“ Type: Fish „
PRICE: £2.69 for 170g (one piece)
NUTRITIONAL INFORMATION (per pack):
(of which sugars): Trace
(of which saturates): 12.8g
(of which mono unsaturates): 11.9g
(of which polyunsaturates): 6.4g
Omega 3: 4.8g
Salmon (91%), butter, parsley, chervil, basil, tarragon, black pepper, sea salt, lemon juice, chives
ALLERGY AND OTHER WARNINGS:
Contains fish and milk (butter fat)
Filleting removes all major bones, but some small ones may still remain
Some while ago, the powers that be were onto us about eating lots of Omega 3 for health, but though this isn't now being ignored, the emphasis seems to have shifted onto us eating our 'five a day'. I've always been a lover of fish and eat plenty of it, but salmon has never been a great favourite. Being as I'm in possession of some John Lewis vouchers, I'm in the process of gradually spending them in Waitrose, buying items of food to try that I otherwise wouldn't bother with - partly because of them being too expensive to have on a regular day to day basis, and partly because to me it's a false economy to buy foods which aren't my favourites, as I can then sometimes end up throwing them away. The John Lewis vouchers have put me in a position where (because I won them), I can afford to spread my wings a bit food-wise, even if only temporarily - and this is how I arrived at a place where I thought I'd give a ready-made salmon dish a try. I've always mostly trusted Waitrose's brand of food, so felt that even if I wasn't too keen on the salmon itself, at least it would be a quality product, which would quite likely mean that I'd eat it all.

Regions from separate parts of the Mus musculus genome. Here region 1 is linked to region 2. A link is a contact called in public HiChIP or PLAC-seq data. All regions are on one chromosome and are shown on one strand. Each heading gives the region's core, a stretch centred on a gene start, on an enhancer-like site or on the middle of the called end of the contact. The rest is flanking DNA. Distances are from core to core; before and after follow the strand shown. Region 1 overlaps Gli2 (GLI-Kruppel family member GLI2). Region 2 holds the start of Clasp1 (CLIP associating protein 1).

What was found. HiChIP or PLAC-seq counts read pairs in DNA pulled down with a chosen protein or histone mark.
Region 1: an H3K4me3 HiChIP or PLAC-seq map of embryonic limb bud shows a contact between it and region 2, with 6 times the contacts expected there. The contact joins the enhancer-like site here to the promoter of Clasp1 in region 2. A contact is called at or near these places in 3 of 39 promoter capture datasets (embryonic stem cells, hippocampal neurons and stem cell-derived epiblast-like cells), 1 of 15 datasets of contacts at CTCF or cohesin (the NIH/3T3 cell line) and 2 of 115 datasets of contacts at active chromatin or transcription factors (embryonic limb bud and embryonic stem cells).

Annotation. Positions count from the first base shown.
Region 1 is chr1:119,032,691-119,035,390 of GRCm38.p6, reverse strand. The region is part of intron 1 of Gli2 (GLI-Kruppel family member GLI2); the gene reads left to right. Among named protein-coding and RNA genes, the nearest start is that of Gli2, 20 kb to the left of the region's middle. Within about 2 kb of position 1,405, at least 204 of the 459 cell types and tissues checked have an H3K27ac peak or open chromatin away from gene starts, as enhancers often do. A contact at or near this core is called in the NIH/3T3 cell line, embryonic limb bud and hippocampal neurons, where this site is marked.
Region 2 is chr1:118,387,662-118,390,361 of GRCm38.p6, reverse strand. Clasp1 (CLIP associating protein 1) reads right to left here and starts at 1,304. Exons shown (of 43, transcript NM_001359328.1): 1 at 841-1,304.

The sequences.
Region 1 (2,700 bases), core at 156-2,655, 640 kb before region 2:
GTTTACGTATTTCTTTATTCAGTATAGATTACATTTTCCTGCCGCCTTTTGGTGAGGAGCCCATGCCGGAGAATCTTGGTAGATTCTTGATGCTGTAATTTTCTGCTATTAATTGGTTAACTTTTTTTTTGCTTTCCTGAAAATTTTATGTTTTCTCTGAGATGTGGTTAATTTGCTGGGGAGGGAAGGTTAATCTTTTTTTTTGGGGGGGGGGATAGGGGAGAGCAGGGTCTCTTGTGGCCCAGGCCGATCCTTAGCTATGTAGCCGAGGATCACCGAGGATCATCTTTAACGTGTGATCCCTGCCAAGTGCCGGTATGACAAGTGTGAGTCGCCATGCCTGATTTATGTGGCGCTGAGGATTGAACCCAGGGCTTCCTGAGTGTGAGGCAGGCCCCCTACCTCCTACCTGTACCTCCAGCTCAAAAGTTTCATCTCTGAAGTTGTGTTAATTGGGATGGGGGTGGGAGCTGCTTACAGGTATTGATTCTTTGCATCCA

Waitrose Salmon Fillet With Herb Butter is to be found in the frozen food section of the supermarket. It comes in a rather smart-looking, fairly shallow dark blue box with images of a serving of the salmon on the front and sides. The rear of the pack shows nutritional information, ingredients list, allergy advice, a bone warning, storage/cooking instructions and Waitrose's quality claim together with their contact details.
The pack actually looks quite small, yet there is definitely a 'tardis' element present in that once opened, the piece of salmon inside is much larger than the outer impression hints at. The salmon is sealed inside a plastic wrapping which is microwave-proof, and has a generous blob of butter on top which is greenish, from the herbs which are mixed into it.
To cook the salmon in the microwave, you don't need to remove the plastic wrapper or pierce it in any way, but I opted for the conventional oven method whereby all outer and inner packaging must be removed. The salmon must then be placed in a cooking vessel (I used a foil tray), in a medium pre-heated oven for 25-30 minutes. It is important to remember to remove the plastic wrapper before cooking in a conventional oven. There was no mention in the cooking instructions that the salmon should have, say a sheet of tin foil placed over it to stop it drying out in a conventional oven, so I took a risk and left it uncovered.
During the cooking process, my kitchen was filled with a wonderful smell of herbs and butter, faintly tinged with fish. At the time, I hadn't read the ingredients list to see what the herbs were, and was trying to identify them by the smell alone but couldn't - all I could say at the time was that it was heavenly.